Professionals or automatons?
Should pharmacists have the right to act according to their consciences, or are they prescription-filling robots?
The right of acting according to one’s conscience is under threat in many countries at the moment. In the US, the Federal government is studying whether to rescind protection of conscience regulations implemented in the dying days of the Bush Administration. Healthcare workers there are worried that they may have to participate in unethical procedures – or lose their jobs. A Canadian pharmacist and bioethicist, Cristina Alarcon, explains what is at stake in her profession.
MercatorNet: Many pharmacists find legal developments in the US and Canada disturbing. Why?
Alarcon: The big thing in the news is the removal of the Bush Administration’s Conscience Protection Rule. Pending a review, the Obama Administration intends to rescind it. In a sense this rule shouldn't have been necessary at all, as the rights of freedom of conscience and religion of all citizens, those of healthcare providers included, ought to have the protection of the American constitution. If the rule is rescinded, it may set a precedent for handling conscientious objectors in other parts of the world.
If Americans want to see what is going to happen, they can just look over the border. In Canada, although the Charter of Rights and Freedoms is supposed to protect freedom of conscience and freedom of religion as well as freedom of expression, healthcare professionals are increasingly being pressured by licensing authorities to provide all legal products and services. Pharmacists with conscience issues are having a particularly tough time.
MercatorNet: But what does ethics have to do with pharmacy? Aren’t you just doing a job?
Alarcon: Every profession faces ethical challenges. Pharmacy is no exception, and may have more than most. For instance, a drug addict may ask for a refill of her legally prescribed narcotic way too early. What should I do? It can be very difficult to withstand the pressure and abuse hurled at you by an angry woman addicted to prescription drugs.
MercatorNet: But the big issue here isn’t drug addicts. It’s basically women who want something which is perfectly legal: emergency contraception. They say that their lives could be ruined if they can’t get what they want.
Alarcon: You’ve tangled up at least three issues here.
First of all, just because something is legal, it may not be appropriate for the person who is asking for it. For example, it is my ethical and professional duty to ensure that a prescription is appropriate and the dosage is correct. A perfectly legal prescription may be contra-indicated for a particular patient due to an incompatibility with other drugs or with a medical condition. It would therefore not be ethically sound for me to dispense it. Furthermore, in pharmacy school we were always taught to be particularly careful not to give a harmful drug to a pregnant woman. Should we comply now just because she does not want a baby? Why the double standard?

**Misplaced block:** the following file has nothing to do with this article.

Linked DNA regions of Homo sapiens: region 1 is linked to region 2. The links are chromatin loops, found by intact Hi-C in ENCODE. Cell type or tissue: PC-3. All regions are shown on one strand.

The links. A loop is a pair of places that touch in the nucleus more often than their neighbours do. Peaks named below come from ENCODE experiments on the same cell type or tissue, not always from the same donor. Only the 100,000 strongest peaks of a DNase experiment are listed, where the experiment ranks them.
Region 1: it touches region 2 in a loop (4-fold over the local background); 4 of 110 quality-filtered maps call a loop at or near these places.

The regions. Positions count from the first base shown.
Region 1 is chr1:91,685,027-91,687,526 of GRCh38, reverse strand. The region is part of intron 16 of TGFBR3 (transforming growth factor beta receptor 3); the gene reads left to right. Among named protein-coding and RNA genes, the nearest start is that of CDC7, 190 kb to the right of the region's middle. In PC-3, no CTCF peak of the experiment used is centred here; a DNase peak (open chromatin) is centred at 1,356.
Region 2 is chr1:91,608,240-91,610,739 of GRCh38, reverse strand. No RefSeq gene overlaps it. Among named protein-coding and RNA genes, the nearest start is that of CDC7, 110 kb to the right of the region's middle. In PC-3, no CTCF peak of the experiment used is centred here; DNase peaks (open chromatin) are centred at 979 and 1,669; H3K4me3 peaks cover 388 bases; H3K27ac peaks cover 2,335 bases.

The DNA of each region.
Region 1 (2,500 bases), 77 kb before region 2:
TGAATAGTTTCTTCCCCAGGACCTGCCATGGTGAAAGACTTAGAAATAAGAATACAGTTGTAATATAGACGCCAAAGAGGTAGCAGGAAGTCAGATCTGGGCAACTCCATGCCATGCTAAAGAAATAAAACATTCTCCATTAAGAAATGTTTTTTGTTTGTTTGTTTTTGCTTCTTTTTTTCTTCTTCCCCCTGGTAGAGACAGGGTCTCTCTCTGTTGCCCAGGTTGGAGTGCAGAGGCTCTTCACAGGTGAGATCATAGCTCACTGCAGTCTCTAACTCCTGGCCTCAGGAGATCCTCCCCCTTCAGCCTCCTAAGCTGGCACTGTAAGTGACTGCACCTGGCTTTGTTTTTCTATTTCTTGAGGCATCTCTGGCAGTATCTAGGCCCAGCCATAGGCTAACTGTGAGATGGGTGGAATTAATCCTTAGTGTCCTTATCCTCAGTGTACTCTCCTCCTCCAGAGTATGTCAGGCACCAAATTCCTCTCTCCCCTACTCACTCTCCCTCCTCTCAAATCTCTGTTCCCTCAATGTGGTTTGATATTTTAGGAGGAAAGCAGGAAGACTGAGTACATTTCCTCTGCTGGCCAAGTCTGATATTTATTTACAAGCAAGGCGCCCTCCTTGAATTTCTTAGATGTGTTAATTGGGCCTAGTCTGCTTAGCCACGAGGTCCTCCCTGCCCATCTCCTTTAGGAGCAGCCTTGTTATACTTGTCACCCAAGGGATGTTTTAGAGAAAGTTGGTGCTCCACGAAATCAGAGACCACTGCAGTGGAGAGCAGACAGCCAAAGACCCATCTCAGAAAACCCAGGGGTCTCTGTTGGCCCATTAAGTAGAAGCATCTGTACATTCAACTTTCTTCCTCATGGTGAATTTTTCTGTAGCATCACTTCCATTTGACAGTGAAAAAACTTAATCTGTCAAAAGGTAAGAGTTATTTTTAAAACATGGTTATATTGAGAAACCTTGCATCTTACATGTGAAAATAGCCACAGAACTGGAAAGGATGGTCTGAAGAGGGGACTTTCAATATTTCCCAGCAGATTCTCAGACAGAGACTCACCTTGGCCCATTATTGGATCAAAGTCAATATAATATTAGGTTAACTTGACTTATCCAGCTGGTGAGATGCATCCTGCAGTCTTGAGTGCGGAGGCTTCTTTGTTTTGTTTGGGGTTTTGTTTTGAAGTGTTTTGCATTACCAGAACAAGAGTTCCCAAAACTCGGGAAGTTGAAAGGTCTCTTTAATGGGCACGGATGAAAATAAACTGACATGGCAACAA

Second, because something is legal, it may not be ethical. Should pharmacists or other medical professionals be forced to assist in the provision of euthanasia drugs or drugs for execution if these become legal? Pharmacists in Belgium, the Netherlands, and some American states are already facing these issues.
Third, pharmacists should be allowed to follow their own consciences. They are not automatons but morally and ethically responsible agents.
MercatorNet: But you are a professional. Shouldn’t you hang up your conscience at the door when you start work?
Alarcon: Being a professional precisely means bringing conscience to bear in my work. I am not there just to follow orders, but to take full responsibility for my own actions and omissions. If I am a consistent person, then my ethical standards will necessarily influence the decisions I take. No one can be forced to have two systems of morality: one for work and another for home would produce a fragmented personality indeed!
For instance, if someone asks for my opinion on a certain herbal remedy, I tell them honestly whether it is a good idea to give it a try. My patients really appreciate this. They know they can trust me. Some pharmacists will not take the time and will just give patients whatever they ask them for.
MercatorNet: Do any professional associations recognise a right of refusal?
Alarcon: In the United States, the American Pharmacists Association supports the idea of pharmacists being allowed to step away from participating in an activity to which they have a moral objection. This was because of Oregon’s law regarding physician-assisted suicide. Some Pharmacy Boards (these are the licensing authorities) also support conscience clauses.